America at the Crossroads: Party realities crash.


For all of these reasons, Romney is eminently qualified to make the pro-market case. But his campaign, at least up to now, has lacked vision and followed in George W. Bush’s footsteps. Romney’s pragmatic, technocratic approach reassures people but fails to excite them. The Republican base is thus far uninspired, and independent voters fear a Bush repeat. Romney must differentiate himself from both Bush and Obama, rallying the Republican base while also attracting independents. Pledging a better future for America by defending the American free-market system against a Southern European–style crony capitalism is the perfect way to do it. It’s time for Romney to pick up this flag. CityJournal

That is the closer of a quick read article found at City Journal by Luigi Zingales. The theme of the article is quite clear. There is a difference between big business and free markets. In one of the ironies of our time the Democrats, whose faithful number many of those who naturally rail against Big Business are actually in the Party that has probably supported Big Business better than anyone else. Think about that if you’re a (D) or an OWS fan.



  1. Rutherford says:

    the Party that has probably supported Big Business better than anyone else.

    Could you elaborate on that a bit? When I think of Dem’s I think of organized labor and a real skepticism regarding big business.

  2. Alfie says:

    It is mentioned in the linked article which really is a quick read. The two hot references is ACA sell out to pharma and insurance and the various New Deal programs that assured big business monopoly.
    My thinking cap was tossed on my head this boring and I reflected back and agreed. Obviously (R)’s have been guilty too. “Silent Cal” was a term coined not so much to flatter Coolidge as indict him,depending on ones p.o.v.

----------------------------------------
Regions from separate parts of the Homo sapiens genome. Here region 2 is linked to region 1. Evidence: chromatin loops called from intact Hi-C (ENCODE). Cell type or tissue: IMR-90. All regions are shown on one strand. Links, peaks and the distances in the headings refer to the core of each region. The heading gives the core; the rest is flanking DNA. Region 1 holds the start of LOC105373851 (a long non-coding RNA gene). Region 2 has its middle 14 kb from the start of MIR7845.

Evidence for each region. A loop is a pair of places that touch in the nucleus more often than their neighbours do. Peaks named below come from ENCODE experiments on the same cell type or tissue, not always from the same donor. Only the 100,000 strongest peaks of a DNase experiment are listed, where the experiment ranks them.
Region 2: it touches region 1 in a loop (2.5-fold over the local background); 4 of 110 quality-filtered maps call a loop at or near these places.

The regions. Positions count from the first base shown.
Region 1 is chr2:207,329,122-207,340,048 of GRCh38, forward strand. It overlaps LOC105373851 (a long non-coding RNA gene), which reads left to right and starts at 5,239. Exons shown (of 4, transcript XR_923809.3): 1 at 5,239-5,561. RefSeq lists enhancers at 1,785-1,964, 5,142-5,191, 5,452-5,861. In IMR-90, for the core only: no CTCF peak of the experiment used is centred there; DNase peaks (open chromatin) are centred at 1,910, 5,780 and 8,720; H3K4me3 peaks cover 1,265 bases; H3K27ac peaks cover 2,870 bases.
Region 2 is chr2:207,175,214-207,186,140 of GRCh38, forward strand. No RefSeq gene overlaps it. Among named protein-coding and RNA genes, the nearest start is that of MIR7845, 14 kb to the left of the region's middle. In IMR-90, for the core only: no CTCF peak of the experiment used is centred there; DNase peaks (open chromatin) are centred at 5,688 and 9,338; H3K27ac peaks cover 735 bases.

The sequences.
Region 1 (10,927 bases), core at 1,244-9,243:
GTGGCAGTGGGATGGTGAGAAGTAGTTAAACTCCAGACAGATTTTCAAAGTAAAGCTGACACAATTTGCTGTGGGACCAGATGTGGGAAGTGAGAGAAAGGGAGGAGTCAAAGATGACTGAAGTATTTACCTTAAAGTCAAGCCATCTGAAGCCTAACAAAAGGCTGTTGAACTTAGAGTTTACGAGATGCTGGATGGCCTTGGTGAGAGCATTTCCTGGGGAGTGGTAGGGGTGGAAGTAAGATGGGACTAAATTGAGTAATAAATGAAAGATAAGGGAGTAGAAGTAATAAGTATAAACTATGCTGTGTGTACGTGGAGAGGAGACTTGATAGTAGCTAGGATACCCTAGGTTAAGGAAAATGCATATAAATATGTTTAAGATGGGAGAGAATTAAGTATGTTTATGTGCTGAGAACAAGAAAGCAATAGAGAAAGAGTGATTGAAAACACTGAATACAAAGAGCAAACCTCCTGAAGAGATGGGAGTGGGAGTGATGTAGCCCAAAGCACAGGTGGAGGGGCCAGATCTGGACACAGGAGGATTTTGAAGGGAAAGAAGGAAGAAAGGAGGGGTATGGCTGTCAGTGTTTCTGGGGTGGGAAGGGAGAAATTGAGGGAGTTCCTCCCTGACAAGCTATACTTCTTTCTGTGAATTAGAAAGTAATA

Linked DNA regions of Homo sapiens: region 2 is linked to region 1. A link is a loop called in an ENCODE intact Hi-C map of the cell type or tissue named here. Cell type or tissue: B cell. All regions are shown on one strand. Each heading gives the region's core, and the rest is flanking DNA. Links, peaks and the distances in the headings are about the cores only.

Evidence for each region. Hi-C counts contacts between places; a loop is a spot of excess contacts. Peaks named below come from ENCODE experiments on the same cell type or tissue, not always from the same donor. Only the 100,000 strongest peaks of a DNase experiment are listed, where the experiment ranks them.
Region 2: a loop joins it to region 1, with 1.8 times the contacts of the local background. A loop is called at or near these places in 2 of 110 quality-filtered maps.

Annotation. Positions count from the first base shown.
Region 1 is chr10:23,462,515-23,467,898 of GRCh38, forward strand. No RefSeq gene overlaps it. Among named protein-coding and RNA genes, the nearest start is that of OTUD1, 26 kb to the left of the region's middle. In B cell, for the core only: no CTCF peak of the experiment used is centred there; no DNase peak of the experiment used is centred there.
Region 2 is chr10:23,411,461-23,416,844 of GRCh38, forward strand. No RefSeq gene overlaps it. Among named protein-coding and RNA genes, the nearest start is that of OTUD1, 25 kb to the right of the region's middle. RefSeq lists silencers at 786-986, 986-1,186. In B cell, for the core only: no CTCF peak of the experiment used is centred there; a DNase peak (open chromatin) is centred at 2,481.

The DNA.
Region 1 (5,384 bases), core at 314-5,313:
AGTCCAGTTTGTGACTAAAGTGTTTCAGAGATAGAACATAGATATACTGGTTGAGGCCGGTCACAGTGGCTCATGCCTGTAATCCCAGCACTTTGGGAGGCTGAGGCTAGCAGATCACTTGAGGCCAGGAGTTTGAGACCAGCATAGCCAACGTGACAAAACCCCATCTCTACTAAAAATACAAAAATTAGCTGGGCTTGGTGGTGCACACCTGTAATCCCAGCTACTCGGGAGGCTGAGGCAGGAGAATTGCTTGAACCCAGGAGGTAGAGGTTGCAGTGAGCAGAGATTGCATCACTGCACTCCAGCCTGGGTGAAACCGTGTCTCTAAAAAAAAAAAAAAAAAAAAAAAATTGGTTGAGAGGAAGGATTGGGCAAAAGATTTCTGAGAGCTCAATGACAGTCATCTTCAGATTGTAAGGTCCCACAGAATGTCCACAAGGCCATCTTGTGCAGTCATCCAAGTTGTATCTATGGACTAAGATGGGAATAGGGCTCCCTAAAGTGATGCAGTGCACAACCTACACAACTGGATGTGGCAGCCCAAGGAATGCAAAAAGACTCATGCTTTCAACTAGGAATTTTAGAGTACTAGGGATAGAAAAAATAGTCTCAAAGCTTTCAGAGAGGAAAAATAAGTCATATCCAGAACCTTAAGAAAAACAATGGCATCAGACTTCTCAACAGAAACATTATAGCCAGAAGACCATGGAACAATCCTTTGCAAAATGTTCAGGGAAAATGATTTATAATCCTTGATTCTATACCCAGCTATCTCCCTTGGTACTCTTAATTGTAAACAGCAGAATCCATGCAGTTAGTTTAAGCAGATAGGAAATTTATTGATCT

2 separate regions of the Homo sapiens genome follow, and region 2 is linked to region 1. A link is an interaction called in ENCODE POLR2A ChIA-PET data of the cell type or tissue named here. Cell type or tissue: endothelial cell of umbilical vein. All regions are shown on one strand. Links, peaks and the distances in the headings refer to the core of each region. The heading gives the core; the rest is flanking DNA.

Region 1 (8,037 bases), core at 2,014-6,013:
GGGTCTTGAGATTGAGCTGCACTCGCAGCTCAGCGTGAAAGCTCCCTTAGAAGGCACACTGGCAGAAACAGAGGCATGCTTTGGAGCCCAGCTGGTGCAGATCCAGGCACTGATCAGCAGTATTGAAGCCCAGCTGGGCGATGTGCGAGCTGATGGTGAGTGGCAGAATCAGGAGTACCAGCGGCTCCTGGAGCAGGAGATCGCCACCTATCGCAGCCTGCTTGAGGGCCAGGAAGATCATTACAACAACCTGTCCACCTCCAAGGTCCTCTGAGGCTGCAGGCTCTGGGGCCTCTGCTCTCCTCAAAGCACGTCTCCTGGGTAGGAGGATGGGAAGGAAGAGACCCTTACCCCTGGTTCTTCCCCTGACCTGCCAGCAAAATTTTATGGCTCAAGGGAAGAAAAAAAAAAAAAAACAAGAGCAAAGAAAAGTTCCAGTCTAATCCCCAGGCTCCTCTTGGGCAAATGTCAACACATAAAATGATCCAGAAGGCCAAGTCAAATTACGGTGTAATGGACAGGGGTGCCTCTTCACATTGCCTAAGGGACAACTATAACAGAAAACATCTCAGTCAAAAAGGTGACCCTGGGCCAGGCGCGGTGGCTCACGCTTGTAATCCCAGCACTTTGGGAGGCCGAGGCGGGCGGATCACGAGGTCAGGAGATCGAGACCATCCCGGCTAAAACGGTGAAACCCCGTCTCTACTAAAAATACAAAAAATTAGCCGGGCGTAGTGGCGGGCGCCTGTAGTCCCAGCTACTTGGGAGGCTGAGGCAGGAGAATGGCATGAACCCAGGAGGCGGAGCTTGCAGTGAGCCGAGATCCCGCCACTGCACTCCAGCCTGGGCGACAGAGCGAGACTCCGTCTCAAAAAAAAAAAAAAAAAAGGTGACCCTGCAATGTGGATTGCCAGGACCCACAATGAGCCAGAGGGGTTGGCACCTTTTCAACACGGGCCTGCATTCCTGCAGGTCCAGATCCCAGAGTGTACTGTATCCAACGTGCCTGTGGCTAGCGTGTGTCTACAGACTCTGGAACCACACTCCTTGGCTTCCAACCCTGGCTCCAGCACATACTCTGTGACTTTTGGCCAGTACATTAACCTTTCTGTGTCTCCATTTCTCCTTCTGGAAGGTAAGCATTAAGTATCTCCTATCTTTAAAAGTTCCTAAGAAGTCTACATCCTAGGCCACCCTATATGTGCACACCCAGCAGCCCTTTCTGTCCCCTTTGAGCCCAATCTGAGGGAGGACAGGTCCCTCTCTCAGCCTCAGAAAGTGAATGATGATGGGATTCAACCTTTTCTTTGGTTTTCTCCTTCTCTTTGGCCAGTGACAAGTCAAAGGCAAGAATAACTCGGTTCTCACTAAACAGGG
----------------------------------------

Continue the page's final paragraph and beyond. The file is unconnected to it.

Yes indeed Rutherford I had a real depressing memory jar with my morning java today. Big Business does not equal Free Market and the confusion of that has lured all of us in2 a bad place.

  3. Raji says:

    Excellent article, Alfie. Romney needs new campaign staff as it does appear he is trying to run on a Bush ticket, hail fellow well met and all that rigmarole.
    However it will be hard to educate the voters in the difference between pro-market and pro-business.
    In the long run Romney may not be any better than Obama as POTUS but maybe Romney has a better chance to remove the stalemate that goes on in our legislative branch. Romney does not appear to be “beholden” to those in political power.

  4. Rutherford says:

    Raji, there may be some truth to that, but might Romney be beholden to business interests … and business lobbyists? You don’t think the billionaires financing his campaign don’t expect some sort of quid pro quo?

    Alfie I agree with you that Romney pushing the notion of free market is a good idea but in our current economy isn’t that also a myth? I don’t remember where I saw it, but a few months ago I saw a graphic that showed hundreds of companies ultimately owned by about a dozen conglomerates. Kinda flies in the face of free market to me.

  5. Alfie says:

    Thanks Raji and I agree.
    Rutherford you’ve kind of hit the nail on the head. The nail being the thing that on a bipartisan basis folks could and should really unite. The problem is even the fans that cheer “yea yea yea” are likely to fall silent when you truly accept things like “too big to fail” is wrong and that legacy company “A” deserves to die if it can’t compete against legit and strong company “Z”.

  6. Raji says:

    Rutherford, if you are referring to members of the Billionaires Club, they don’t need Romney beholden to them. They already control the ups and downs of the global wealth. As to business lobbyists, he seems so far to be above the fray but that’s just my opinion. As to a free market, that depends on who is defining “free”. Did you ever read Captains and The Kings by Taylor Caldwell (1972)? Another interesting book was Global Reach by Barnett and Mueller (1974). Both books are pertinent today.

  7. “Big Business” is anything but about Free Markets. More like a powerhouse entity supporting monopoly oligarchy types of marketing. But then again one would have to have a true understanding of economics to appreciate that…

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